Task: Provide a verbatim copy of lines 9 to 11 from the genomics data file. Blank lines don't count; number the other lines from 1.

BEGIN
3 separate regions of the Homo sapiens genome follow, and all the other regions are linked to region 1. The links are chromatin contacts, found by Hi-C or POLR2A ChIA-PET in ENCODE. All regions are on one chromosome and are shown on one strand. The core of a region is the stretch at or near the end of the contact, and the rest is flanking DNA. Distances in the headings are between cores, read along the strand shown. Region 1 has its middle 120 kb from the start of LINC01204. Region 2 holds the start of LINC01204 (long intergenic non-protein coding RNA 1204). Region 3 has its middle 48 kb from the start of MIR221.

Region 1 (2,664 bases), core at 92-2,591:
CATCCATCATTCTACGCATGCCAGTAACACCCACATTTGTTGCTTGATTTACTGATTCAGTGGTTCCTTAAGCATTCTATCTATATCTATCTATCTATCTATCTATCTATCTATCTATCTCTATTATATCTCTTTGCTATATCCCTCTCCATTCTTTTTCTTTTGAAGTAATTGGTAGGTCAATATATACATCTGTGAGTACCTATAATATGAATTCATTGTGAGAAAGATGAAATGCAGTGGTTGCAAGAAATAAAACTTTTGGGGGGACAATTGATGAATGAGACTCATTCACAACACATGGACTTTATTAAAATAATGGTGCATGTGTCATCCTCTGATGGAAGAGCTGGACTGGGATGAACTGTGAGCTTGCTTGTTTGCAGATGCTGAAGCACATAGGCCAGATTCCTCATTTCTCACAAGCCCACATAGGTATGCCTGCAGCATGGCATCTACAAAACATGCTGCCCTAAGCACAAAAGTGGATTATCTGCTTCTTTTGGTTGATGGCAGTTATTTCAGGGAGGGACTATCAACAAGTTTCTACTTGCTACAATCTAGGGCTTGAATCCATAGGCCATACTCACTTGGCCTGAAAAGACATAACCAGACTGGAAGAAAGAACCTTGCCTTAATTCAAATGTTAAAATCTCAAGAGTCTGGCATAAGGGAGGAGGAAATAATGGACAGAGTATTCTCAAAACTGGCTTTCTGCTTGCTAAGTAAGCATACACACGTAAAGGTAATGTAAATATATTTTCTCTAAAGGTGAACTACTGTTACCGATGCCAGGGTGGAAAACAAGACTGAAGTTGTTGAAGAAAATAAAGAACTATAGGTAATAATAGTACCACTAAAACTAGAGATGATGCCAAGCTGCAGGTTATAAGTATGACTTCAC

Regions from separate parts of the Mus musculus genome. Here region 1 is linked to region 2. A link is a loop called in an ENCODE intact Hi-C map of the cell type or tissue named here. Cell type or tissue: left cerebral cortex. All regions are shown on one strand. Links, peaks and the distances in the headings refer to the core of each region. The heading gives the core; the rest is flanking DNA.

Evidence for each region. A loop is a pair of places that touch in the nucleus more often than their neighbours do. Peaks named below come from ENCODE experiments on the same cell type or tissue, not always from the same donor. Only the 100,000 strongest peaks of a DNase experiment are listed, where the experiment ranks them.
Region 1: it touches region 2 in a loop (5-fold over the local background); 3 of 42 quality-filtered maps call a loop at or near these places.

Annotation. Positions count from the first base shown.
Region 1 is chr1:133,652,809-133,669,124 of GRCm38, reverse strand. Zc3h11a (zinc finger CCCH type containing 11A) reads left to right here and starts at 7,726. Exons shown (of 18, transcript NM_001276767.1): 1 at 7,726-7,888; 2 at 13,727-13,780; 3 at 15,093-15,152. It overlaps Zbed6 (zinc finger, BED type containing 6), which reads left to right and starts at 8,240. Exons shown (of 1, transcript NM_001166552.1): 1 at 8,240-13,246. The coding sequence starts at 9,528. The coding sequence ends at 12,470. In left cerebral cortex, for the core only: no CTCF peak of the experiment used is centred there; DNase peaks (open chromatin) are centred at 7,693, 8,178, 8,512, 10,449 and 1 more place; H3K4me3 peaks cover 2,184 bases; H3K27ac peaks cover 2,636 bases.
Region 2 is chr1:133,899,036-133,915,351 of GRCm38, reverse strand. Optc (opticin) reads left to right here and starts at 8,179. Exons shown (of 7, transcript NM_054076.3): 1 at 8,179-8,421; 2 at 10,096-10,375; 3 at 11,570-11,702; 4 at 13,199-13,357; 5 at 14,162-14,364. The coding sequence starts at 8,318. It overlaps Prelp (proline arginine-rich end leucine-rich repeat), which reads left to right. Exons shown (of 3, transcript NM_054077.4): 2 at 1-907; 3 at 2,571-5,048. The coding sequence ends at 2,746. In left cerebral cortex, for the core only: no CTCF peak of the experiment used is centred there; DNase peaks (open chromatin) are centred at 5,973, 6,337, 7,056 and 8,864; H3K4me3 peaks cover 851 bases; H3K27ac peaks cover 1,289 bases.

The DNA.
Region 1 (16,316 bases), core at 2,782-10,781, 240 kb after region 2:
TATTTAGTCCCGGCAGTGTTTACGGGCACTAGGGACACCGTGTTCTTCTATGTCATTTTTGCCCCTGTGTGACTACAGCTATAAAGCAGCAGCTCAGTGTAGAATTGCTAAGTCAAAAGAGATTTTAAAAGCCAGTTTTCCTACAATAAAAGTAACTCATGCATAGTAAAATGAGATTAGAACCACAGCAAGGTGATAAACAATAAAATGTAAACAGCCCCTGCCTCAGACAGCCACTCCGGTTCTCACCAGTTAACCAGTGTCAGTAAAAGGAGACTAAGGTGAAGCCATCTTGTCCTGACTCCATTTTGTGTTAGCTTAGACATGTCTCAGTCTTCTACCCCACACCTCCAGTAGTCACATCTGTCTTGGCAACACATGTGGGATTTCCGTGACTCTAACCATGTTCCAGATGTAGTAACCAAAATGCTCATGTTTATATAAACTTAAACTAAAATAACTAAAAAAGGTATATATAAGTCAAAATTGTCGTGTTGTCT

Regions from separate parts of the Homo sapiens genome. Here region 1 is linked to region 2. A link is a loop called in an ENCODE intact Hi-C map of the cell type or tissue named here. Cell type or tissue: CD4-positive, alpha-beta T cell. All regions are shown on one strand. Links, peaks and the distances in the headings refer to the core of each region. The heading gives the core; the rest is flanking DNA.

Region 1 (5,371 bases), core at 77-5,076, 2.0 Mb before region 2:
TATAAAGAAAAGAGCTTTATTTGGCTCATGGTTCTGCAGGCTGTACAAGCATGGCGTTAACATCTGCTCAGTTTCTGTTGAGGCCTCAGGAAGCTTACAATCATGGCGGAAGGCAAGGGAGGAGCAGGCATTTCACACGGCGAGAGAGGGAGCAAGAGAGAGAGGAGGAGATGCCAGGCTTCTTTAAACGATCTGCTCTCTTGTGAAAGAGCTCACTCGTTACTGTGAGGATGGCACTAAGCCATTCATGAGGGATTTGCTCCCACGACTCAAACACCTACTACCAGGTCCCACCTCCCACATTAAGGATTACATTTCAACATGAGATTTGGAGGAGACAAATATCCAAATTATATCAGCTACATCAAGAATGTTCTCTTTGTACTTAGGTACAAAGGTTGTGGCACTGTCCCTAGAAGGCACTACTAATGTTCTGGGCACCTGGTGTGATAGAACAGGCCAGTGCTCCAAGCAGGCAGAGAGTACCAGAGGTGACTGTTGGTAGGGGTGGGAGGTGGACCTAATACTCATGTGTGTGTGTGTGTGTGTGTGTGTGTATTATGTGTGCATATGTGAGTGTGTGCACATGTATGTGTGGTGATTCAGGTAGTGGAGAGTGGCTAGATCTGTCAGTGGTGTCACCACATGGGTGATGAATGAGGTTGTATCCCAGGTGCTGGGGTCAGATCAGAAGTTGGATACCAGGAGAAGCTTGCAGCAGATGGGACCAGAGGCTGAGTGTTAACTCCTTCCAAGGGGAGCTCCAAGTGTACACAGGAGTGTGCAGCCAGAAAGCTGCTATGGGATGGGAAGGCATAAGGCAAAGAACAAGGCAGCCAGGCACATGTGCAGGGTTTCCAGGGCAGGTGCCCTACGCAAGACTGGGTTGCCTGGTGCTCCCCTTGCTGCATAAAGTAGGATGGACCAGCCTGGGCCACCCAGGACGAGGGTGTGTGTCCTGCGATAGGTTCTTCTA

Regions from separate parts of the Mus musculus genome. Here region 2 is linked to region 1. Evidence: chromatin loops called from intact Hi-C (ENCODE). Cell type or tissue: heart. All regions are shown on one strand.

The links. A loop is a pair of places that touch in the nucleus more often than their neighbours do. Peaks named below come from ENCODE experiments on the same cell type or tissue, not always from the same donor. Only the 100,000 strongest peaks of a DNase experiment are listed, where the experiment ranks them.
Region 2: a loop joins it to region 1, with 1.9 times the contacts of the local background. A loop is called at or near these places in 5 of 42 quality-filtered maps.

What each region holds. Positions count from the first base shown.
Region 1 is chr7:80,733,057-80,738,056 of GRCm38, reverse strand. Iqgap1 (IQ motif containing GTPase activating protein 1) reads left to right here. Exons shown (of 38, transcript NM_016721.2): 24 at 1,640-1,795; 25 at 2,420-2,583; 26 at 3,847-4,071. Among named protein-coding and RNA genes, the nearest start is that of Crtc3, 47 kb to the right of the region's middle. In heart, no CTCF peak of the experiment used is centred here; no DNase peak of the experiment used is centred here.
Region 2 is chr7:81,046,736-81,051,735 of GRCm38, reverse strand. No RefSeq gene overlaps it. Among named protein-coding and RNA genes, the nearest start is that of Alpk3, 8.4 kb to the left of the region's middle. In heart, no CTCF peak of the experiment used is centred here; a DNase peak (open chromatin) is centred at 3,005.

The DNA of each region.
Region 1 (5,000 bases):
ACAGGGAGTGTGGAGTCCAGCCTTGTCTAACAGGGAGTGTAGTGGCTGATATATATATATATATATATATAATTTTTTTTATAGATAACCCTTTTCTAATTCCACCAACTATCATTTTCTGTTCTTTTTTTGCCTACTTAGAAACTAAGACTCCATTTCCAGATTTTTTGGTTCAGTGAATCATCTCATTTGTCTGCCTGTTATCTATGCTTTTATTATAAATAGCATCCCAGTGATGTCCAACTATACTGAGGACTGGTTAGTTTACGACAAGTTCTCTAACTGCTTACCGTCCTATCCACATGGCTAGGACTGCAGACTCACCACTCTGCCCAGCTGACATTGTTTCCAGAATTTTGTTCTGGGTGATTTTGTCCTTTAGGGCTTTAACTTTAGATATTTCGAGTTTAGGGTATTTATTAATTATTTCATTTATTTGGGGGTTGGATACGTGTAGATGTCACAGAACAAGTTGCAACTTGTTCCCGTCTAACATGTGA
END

Region 2 is chr1:133,899,036-133,915,351 of GRCm38, reverse strand. Optc (opticin) reads left to right here and starts at 8,179. Exons shown (of 7, transcript NM_054076.3): 1 at 8,179-8,421; 2 at 10,096-10,375; 3 at 11,570-11,702; 4 at 13,199-13,357; 5 at 14,162-14,364. The coding sequence starts at 8,318. It overlaps Prelp (proline arginine-rich end leucine-rich repeat), which reads left to right. Exons shown (of 3, transcript NM_054077.4): 2 at 1-907; 3 at 2,571-5,048. The coding sequence ends at 2,746. In left cerebral cortex, for the core only: no CTCF peak of the experiment used is centred there; DNase peaks (open chromatin) are centred at 5,973, 6,337, 7,056 and 8,864; H3K4me3 peaks cover 851 bases; H3K27ac peaks cover 1,289 bases.

The DNA.
Region 1 (16,316 bases), core at 2,782-10,781, 240 kb after region 2: